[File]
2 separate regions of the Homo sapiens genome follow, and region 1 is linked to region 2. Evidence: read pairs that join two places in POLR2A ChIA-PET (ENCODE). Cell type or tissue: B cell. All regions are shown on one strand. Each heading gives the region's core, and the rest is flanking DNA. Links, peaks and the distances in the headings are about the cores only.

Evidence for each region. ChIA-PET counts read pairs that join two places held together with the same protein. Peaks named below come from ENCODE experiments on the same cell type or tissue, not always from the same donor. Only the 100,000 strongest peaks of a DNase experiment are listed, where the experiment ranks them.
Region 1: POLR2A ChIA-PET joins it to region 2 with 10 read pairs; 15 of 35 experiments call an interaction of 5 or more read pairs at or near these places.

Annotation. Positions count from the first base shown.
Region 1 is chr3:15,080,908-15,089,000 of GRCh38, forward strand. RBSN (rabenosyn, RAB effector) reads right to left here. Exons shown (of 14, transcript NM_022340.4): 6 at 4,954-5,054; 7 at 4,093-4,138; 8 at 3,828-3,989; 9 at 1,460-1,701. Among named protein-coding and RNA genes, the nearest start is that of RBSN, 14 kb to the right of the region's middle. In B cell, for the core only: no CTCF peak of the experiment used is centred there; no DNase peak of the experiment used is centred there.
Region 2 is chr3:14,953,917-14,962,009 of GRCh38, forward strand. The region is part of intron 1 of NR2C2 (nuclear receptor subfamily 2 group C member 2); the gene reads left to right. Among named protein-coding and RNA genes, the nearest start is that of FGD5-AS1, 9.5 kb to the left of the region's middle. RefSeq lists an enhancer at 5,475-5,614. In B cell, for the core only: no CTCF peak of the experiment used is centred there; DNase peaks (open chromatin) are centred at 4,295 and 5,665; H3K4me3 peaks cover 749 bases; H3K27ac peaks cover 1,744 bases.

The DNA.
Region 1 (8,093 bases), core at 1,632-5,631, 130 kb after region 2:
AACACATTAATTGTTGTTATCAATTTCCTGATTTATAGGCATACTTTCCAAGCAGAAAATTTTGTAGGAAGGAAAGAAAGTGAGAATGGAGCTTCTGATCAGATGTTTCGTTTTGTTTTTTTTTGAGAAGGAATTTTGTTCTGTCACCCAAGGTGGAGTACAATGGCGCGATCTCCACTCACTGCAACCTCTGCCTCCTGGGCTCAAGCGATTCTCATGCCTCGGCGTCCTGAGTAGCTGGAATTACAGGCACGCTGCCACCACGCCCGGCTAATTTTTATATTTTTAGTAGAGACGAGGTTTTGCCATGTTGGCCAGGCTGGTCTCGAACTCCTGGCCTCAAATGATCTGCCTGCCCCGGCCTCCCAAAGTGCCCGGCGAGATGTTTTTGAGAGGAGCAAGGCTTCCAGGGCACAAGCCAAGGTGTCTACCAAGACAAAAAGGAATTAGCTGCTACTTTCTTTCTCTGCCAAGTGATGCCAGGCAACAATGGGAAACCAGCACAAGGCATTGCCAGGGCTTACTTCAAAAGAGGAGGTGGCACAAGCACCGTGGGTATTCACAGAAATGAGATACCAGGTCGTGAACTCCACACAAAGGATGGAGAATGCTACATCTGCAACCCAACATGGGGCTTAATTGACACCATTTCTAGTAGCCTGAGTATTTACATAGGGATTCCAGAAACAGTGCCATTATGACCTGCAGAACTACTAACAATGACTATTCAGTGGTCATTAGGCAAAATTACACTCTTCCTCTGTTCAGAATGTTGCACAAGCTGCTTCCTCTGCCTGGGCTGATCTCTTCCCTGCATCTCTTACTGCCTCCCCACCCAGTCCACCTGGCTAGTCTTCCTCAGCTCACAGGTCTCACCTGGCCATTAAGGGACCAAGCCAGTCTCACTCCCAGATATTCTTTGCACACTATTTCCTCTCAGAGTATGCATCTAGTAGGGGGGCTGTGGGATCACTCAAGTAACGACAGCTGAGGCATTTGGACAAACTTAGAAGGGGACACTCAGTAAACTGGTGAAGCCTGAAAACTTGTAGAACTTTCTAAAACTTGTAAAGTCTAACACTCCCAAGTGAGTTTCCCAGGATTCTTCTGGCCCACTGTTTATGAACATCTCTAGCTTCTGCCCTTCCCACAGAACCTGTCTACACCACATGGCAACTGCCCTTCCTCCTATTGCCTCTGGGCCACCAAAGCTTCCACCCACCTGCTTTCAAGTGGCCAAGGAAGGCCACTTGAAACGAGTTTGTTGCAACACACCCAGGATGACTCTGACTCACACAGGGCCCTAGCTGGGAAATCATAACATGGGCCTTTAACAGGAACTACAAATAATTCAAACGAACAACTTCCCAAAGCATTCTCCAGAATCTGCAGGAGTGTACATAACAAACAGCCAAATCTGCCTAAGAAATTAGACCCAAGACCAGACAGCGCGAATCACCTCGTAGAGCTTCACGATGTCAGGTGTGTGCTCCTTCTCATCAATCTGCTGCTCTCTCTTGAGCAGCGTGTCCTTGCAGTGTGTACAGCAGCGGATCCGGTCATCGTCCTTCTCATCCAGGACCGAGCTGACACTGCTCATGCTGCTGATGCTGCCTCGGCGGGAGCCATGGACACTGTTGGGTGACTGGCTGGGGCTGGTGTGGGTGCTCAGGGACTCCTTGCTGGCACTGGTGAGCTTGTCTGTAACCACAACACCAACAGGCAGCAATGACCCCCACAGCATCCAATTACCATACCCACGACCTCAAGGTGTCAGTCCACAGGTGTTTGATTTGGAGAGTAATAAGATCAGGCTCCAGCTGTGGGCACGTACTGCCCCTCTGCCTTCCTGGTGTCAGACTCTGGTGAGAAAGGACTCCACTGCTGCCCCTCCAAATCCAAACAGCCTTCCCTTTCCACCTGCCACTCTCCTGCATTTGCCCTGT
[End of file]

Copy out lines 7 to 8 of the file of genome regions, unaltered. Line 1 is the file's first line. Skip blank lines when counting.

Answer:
The DNA.
Region 1 (8,093 bases), core at 1,632-5,631, 130 kb after region 2: